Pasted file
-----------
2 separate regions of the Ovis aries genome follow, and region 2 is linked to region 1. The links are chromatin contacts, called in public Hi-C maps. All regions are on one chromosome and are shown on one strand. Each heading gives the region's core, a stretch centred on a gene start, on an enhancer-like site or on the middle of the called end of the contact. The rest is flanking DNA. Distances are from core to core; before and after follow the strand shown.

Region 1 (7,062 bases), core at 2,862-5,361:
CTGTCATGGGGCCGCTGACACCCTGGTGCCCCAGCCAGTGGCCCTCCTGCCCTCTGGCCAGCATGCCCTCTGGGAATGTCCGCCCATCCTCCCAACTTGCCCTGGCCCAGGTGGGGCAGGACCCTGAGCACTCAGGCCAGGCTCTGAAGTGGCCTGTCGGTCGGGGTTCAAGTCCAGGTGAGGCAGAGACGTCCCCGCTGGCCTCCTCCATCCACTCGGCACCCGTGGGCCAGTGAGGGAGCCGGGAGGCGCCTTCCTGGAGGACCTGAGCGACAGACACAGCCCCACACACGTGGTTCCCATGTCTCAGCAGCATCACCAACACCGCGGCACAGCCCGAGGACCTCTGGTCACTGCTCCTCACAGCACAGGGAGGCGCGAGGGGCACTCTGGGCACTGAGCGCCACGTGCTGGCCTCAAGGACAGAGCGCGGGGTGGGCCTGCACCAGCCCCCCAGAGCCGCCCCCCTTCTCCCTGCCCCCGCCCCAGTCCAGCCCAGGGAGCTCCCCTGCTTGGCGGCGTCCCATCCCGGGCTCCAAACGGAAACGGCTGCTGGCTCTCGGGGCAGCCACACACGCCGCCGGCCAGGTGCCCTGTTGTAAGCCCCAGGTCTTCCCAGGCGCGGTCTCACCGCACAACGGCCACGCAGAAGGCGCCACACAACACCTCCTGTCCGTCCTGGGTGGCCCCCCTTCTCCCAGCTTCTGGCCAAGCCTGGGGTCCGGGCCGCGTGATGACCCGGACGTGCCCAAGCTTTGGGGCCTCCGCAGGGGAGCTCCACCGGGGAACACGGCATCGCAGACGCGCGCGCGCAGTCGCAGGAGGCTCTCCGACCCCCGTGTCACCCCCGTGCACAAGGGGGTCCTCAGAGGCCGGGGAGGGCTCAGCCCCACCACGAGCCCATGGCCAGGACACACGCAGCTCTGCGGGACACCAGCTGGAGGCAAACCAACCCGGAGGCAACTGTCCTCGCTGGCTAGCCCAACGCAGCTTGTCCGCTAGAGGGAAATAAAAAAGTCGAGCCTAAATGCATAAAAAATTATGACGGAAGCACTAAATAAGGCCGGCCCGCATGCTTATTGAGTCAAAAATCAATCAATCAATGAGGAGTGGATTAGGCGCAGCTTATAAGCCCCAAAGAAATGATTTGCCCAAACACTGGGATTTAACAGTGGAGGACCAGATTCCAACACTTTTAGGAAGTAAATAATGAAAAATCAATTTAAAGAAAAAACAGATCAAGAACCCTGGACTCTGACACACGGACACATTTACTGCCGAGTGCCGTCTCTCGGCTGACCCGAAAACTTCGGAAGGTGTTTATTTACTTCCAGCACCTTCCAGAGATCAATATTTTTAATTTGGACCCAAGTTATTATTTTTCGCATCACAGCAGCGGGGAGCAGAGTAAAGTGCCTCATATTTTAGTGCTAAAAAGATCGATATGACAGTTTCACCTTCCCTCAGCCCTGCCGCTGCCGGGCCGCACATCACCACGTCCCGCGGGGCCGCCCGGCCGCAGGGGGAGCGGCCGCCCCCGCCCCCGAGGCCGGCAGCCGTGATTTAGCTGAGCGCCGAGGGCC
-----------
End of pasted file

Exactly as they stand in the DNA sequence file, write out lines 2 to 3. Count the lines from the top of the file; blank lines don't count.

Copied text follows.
Region 1 (7,062 bases), core at 2,862-5,361:
CTGTCATGGGGCCGCTGACACCCTGGTGCCCCAGCCAGTGGCCCTCCTGCCCTCTGGCCAGCATGCCCTCTGGGAATGTCCGCCCATCCTCCCAACTTGCCCTGGCCCAGGTGGGGCAGGACCCTGAGCACTCAGGCCAGGCTCTGAAGTGGCCTGTCGGTCGGGGTTCAAGTCCAGGTGAGGCAGAGACGTCCCCGCTGGCCTCCTCCATCCACTCGGCACCCGTGGGCCAGTGAGGGAGCCGGGAGGCGCCTTCCTGGAGGACCTGAGCGACAGACACAGCCCCACACACGTGGTTCCCATGTCTCAGCAGCATCACCAACACCGCGGCACAGCCCGAGGACCTCTGGTCACTGCTCCTCACAGCACAGGGAGGCGCGAGGGGCACTCTGGGCACTGAGCGCCACGTGCTGGCCTCAAGGACAGAGCGCGGGGTGGGCCTGCACCAGCCCCCCAGAGCCGCCCCCCTTCTCCCTGCCCCCGCCCCAGTCCAGCCCAGGGAGCTCCCCTGCTTGGCGGCGTCCCATCCCGGGCTCCAAACGGAAACGGCTGCTGGCTCTCGGGGCAGCCACACACGCCGCCGGCCAGGTGCCCTGTTGTAAGCCCCAGGTCTTCCCAGGCGCGGTCTCACCGCACAACGGCCACGCAGAAGGCGCCACACAACACCTCCTGTCCGTCCTGGGTGGCCCCCCTTCTCCCAGCTTCTGGCCAAGCCTGGGGTCCGGGCCGCGTGATGACCCGGACGTGCCCAAGCTTTGGGGCCTCCGCAGGGGAGCTCCACCGGGGAACACGGCATCGCAGACGCGCGCGCGCAGTCGCAGGAGGCTCTCCGACCCCCGTGTCACCCCCGTGCACAAGGGGGTCCTCAGAGGCCGGGGAGGGCTCAGCCCCACCACGAGCCCATGGCCAGGACACACGCAGCTCTGCGGGACACCAGCTGGAGGCAAACCAACCCGGAGGCAACTGTCCTCGCTGGCTAGCCCAACGCAGCTTGTCCGCTAGAGGGAAATAAAAAAGTCGAGCCTAAATGCATAAAAAATTATGACGGAAGCACTAAATAAGGCCGGCCCGCATGCTTATTGAGTCAAAAATCAATCAATCAATGAGGAGTGGATTAGGCGCAGCTTATAAGCCCCAAAGAAATGATTTGCCCAAACACTGGGATTTAACAGTGGAGGACCAGATTCCAACACTTTTAGGAAGTAAATAATGAAAAATCAATTTAAAGAAAAAACAGATCAAGAACCCTGGACTCTGACACACGGACACATTTACTGCCGAGTGCCGTCTCTCGGCTGACCCGAAAACTTCGGAAGGTGTTTATTTACTTCCAGCACCTTCCAGAGATCAATATTTTTAATTTGGACCCAAGTTATTATTTTTCGCATCACAGCAGCGGGGAGCAGAGTAAAGTGCCTCATATTTTAGTGCTAAAAAGATCGATATGACAGTTTCACCTTCCCTCAGCCCTGCCGCTGCCGGGCCGCACATCACCACGTCCCGCGGGGCCGCCCGGCCGCAGGGGGAGCGGCCGCCCCCGCCCCCGAGGCCGGCAGCCGTGATTTAGCTGAGCGCCGAGGGCC